The first day at school brings with it a certain nervous excitement. It’s something that you’ve been building up to for a long time. Everyone wants the day to go really well. And it can, with a little bit of planning and forethought, so you’re able to head off any traumas before they escalate.
Here are our top tips to make your child’s first day at school as memorable as possible for all the right reasons!
1. Practise your routine
Most children will be used to saying goodbye to their parents each morning from their nursery days, but even the most confident child can be unsettled when the routine and faces around them change.
Use the few days before school starts to get your child used to the school routine. Get everything ready the day before so their uniform, school shoes, and book bag are all ready to go. Have a consistent bath time, bedtime and morning routine, and ensure you’ve practised walking down to school so that you’ve plenty of time to get there.
If you are worried that your new starter will miss you during the day, you could draw a heart on your and your child’s hand in felt-tip, so that it won’t wash off. You can then place the hearts together as you say goodbye and, should your child feel lonely during the day, they can look at the heart on their hand and feel the connection. It’s a simple, sweet thing but comforts many children.
2. Set expectations
Talk your child through the day (or part day) so that they know what to expect. Don’t worry if you don’t know everything that will happen, if it’s just activity-playtime-activity-lunch-activity-story-home time, that still gives the child an idea of what’s to come. The BBC has a great interactive game, which will help your child understand some of things they might do. Check it out here: BBC My First Day At School.
Stress the really exciting things about the day, like seeing children they know and making new friends. And, if they ask what you’ll be doing, make sure you describe a really unappealing day to them, so that they’ll be glad they’re not sharing it with you!
Last but not least, make sure they know that all the adults are there to help them, so that they are not afraid to ask should they need anything, and that you (or whoever is picking them up) will be there waiting to pick them up from the door when the home time bell rings.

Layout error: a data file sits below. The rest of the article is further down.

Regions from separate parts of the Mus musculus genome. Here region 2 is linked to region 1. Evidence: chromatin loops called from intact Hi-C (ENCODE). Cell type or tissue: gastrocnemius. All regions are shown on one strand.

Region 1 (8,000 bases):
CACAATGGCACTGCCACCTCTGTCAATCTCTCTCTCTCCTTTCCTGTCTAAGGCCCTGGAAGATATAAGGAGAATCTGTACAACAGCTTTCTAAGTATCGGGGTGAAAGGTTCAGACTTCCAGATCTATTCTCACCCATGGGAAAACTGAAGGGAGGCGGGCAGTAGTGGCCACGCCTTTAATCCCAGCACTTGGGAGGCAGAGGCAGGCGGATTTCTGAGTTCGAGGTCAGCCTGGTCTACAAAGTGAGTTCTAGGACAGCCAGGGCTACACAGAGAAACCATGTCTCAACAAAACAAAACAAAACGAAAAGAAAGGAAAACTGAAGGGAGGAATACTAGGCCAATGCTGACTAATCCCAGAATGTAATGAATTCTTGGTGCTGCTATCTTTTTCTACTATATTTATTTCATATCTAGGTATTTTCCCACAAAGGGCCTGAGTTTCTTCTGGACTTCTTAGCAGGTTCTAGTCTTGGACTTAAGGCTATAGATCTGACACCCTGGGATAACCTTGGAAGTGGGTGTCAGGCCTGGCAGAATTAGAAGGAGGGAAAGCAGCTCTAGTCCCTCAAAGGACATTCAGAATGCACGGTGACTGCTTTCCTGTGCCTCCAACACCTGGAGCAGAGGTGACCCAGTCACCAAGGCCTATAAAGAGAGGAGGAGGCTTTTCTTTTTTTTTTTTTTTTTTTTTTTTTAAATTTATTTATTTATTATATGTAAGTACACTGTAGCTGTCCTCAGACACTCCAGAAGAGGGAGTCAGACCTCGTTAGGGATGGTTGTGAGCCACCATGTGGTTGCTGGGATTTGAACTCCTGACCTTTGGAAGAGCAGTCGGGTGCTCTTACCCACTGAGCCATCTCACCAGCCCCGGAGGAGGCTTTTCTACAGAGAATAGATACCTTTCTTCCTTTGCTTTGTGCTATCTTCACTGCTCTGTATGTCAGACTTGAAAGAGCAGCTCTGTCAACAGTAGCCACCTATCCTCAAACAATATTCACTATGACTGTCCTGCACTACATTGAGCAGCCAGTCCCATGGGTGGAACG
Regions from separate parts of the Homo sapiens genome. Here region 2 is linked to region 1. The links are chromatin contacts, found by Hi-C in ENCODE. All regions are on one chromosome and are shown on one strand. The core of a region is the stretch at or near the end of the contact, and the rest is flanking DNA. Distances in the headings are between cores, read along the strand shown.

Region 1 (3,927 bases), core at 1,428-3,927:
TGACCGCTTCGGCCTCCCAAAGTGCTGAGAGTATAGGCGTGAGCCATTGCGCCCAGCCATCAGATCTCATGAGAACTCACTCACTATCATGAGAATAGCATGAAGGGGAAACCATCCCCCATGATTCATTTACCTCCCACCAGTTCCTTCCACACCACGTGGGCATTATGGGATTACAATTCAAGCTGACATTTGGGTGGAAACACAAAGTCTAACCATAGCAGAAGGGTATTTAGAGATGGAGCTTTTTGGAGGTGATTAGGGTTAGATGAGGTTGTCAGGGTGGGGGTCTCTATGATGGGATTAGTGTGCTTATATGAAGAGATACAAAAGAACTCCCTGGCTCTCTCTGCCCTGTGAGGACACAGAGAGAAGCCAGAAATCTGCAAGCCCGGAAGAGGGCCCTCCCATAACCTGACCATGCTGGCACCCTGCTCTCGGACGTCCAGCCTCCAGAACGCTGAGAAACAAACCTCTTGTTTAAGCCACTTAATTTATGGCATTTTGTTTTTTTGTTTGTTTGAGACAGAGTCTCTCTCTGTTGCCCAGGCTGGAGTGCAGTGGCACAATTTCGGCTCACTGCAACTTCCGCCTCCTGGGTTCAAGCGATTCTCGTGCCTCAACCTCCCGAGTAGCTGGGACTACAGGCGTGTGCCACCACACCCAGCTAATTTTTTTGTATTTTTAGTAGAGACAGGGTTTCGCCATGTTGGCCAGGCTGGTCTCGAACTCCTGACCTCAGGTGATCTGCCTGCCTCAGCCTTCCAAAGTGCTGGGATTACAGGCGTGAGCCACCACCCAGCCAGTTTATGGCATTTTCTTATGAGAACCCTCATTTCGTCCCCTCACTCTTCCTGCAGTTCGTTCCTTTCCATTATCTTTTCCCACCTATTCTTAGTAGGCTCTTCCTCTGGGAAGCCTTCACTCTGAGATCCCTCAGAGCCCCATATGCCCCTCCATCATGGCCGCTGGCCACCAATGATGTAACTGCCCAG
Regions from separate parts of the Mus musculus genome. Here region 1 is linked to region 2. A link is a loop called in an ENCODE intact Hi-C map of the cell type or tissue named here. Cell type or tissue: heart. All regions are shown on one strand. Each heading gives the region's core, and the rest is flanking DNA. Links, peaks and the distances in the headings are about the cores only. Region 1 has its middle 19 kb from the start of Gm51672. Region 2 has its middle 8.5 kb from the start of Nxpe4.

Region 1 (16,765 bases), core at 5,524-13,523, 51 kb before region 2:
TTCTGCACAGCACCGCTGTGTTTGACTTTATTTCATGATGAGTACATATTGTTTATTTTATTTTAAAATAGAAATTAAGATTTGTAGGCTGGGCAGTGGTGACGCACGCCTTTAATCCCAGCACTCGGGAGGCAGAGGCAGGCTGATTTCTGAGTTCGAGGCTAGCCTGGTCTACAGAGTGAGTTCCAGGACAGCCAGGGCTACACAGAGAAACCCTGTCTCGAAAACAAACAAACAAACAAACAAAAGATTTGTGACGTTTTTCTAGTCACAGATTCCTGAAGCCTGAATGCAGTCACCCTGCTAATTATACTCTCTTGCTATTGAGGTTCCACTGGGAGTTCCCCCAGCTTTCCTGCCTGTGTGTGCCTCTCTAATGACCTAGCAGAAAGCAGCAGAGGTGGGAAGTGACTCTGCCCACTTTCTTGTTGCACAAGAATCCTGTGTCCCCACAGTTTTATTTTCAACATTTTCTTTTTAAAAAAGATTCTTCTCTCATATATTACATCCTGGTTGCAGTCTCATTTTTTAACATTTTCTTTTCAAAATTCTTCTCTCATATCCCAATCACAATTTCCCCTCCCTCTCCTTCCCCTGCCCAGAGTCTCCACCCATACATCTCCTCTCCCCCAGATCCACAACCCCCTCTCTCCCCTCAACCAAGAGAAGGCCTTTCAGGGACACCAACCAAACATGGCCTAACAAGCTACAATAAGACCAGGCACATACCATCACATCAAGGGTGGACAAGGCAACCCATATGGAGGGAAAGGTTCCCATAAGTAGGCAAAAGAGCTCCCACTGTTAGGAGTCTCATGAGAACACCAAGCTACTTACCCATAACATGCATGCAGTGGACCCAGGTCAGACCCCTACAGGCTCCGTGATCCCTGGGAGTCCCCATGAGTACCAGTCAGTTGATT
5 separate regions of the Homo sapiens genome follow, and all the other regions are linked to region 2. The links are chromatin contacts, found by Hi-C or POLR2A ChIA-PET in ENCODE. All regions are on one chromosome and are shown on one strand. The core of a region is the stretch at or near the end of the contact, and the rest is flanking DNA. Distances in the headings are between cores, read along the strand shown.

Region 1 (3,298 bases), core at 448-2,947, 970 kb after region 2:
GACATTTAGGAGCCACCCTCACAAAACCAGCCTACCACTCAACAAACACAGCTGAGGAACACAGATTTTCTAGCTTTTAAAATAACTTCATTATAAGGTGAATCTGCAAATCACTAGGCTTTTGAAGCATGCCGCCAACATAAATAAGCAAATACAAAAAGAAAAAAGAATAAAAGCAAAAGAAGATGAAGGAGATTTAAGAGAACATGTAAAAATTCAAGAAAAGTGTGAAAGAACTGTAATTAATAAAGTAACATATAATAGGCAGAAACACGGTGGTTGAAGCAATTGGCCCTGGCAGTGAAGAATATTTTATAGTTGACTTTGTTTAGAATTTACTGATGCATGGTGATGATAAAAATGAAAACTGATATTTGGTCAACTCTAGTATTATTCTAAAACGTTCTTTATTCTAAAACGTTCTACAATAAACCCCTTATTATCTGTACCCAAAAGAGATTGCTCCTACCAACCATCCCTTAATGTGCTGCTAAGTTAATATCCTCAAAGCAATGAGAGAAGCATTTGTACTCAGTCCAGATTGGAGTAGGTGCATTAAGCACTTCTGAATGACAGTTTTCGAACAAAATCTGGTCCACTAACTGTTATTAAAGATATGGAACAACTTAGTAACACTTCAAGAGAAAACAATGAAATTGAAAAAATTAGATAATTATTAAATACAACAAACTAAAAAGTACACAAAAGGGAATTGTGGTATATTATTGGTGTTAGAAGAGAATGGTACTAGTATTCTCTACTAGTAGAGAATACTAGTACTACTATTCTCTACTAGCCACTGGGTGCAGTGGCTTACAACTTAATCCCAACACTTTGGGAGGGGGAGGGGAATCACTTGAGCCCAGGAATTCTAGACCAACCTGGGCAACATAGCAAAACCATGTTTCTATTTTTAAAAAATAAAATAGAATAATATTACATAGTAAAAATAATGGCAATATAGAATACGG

3. Keep a memento
The first day at school is a day that is recalled time and time again. If you’re like most parents, you’ll take a photo every September to capture what they were like in each year. And inevitably on their last day at primary school, you’ll compare how they left to how they were when they started.
On the first day, make sure you’ve a couple of extra minutes to create your keepsake, be that the traditional picture by the front door or some of the alternatives The School Run has collated.
4. Arriving and walking in
In an ideal world, it’s great if you and your child can walk to school with another new starter. You can share what you’ve done earlier in the day and chat while you walk. It’s good too if you can point out other people you recognise on the way down or in the playground, so that school feels like the ‘place to be’ and, although unavoidably strange, it’s filled with familiar faces.
Don’t worry if you don’t know anyone. You won’t be the only one. Be open to starting a conversation with other families, or simply spend the time pointing out interesting things to your child to pass the few minutes before school starts.
When it comes to going in, make the handover as quick and positive as possible, and try to avoid going into the building itself. Keep your voice light and wish your child a wonderful day. The teaching team will be on hand to ensure the children know where to put their coats and bags, so don’t worry about that.
Most schools discourage playthings from home but if your child insists on taking a favourite toy or muslin in, don’t worry, they’ll understand if they’re needed on Day 1. If they do wobble, don’t worry, this is a big day for them. It doesn’t mean it will always be like this. Stay strong and measured, and just think about what you do to improve tomorrow. The teaching staff will be there to help and will soon start to know which children need extra encouragement to go in.
5. At the end of their first day
However the first day went, make sure you reward and encourage your new starter for the effort they’ve made and their successes during the day. You may not get much information out of them about what they did and they may be very tired but finishing the day with some kind of treat will help them remember the day positively. Give them, and you, some time to relax and do the things they enjoy before you get ready for tomorrow!
More starting school support…
This blog is the fifth and final blog in our ‘Starting School’ series. Read the others here: Starting School: Hints and Tips, Starting Primary School: Skills to Encourage, Is Your Child Ready for School, Emotionally and Socially? and Getting Ready for School: A Parent’s Guide.
We hope our starting school hints and tips blog has been useful! Please do let us know what you think in the comments and if you have any further ideas to share…